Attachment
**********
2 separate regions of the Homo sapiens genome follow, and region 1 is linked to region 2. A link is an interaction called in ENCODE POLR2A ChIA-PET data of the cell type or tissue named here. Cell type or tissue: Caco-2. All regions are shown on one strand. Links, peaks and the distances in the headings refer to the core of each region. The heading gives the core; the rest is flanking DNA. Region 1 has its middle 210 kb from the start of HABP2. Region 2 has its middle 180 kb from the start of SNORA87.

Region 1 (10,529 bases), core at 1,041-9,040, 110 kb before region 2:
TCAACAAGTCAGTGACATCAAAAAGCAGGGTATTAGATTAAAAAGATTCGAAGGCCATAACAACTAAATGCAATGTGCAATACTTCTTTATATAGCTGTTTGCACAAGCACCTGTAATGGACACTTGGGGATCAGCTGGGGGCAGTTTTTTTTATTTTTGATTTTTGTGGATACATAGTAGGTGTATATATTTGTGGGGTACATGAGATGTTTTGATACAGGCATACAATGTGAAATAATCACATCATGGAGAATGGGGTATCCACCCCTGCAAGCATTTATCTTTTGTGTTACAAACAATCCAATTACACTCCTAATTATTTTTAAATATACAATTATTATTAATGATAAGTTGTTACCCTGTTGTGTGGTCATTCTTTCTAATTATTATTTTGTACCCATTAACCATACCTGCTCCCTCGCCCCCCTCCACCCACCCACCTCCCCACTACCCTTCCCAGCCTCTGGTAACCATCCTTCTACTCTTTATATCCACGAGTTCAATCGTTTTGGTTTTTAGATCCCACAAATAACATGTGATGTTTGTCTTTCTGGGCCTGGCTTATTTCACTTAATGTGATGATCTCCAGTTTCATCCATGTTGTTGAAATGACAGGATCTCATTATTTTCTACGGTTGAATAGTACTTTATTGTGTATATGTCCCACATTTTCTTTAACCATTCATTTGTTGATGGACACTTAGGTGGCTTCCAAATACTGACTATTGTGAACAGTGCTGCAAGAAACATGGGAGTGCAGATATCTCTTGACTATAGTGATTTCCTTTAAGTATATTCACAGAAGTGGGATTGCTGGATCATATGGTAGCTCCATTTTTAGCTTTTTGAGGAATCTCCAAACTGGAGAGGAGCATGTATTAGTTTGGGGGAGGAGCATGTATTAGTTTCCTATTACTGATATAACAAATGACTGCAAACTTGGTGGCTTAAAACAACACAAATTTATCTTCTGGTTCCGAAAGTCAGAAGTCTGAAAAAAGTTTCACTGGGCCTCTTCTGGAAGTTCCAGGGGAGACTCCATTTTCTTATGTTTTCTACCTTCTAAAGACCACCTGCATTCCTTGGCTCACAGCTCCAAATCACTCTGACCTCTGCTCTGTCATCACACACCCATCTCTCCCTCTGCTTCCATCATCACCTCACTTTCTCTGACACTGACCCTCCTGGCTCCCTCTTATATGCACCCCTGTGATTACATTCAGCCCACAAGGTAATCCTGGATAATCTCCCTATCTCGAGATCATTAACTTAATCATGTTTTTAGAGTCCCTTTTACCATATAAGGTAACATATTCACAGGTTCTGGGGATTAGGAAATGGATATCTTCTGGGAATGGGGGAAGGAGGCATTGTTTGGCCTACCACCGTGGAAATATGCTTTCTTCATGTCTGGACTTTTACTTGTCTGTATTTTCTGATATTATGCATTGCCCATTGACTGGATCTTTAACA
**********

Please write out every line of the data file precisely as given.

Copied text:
2 separate regions of the Homo sapiens genome follow, and region 1 is linked to region 2. A link is an interaction called in ENCODE POLR2A ChIA-PET data of the cell type or tissue named here. Cell type or tissue: Caco-2. All regions are shown on one strand. Links, peaks and the distances in the headings refer to the core of each region. The heading gives the core; the rest is flanking DNA. Region 1 has its middle 210 kb from the start of HABP2. Region 2 has its middle 180 kb from the start of SNORA87.

Region 1 (10,529 bases), core at 1,041-9,040, 110 kb before region 2:
TCAACAAGTCAGTGACATCAAAAAGCAGGGTATTAGATTAAAAAGATTCGAAGGCCATAACAACTAAATGCAATGTGCAATACTTCTTTATATAGCTGTTTGCACAAGCACCTGTAATGGACACTTGGGGATCAGCTGGGGGCAGTTTTTTTTATTTTTGATTTTTGTGGATACATAGTAGGTGTATATATTTGTGGGGTACATGAGATGTTTTGATACAGGCATACAATGTGAAATAATCACATCATGGAGAATGGGGTATCCACCCCTGCAAGCATTTATCTTTTGTGTTACAAACAATCCAATTACACTCCTAATTATTTTTAAATATACAATTATTATTAATGATAAGTTGTTACCCTGTTGTGTGGTCATTCTTTCTAATTATTATTTTGTACCCATTAACCATACCTGCTCCCTCGCCCCCCTCCACCCACCCACCTCCCCACTACCCTTCCCAGCCTCTGGTAACCATCCTTCTACTCTTTATATCCACGAGTTCAATCGTTTTGGTTTTTAGATCCCACAAATAACATGTGATGTTTGTCTTTCTGGGCCTGGCTTATTTCACTTAATGTGATGATCTCCAGTTTCATCCATGTTGTTGAAATGACAGGATCTCATTATTTTCTACGGTTGAATAGTACTTTATTGTGTATATGTCCCACATTTTCTTTAACCATTCATTTGTTGATGGACACTTAGGTGGCTTCCAAATACTGACTATTGTGAACAGTGCTGCAAGAAACATGGGAGTGCAGATATCTCTTGACTATAGTGATTTCCTTTAAGTATATTCACAGAAGTGGGATTGCTGGATCATATGGTAGCTCCATTTTTAGCTTTTTGAGGAATCTCCAAACTGGAGAGGAGCATGTATTAGTTTGGGGGAGGAGCATGTATTAGTTTCCTATTACTGATATAACAAATGACTGCAAACTTGGTGGCTTAAAACAACACAAATTTATCTTCTGGTTCCGAAAGTCAGAAGTCTGAAAAAAGTTTCACTGGGCCTCTTCTGGAAGTTCCAGGGGAGACTCCATTTTCTTATGTTTTCTACCTTCTAAAGACCACCTGCATTCCTTGGCTCACAGCTCCAAATCACTCTGACCTCTGCTCTGTCATCACACACCCATCTCTCCCTCTGCTTCCATCATCACCTCACTTTCTCTGACACTGACCCTCCTGGCTCCCTCTTATATGCACCCCTGTGATTACATTCAGCCCACAAGGTAATCCTGGATAATCTCCCTATCTCGAGATCATTAACTTAATCATGTTTTTAGAGTCCCTTTTACCATATAAGGTAACATATTCACAGGTTCTGGGGATTAGGAAATGGATATCTTCTGGGAATGGGGGAAGGAGGCATTGTTTGGCCTACCACCGTGGAAATATGCTTTCTTCATGTCTGGACTTTTACTTGTCTGTATTTTCTGATATTATGCATTGCCCATTGACTGGATCTTTAACA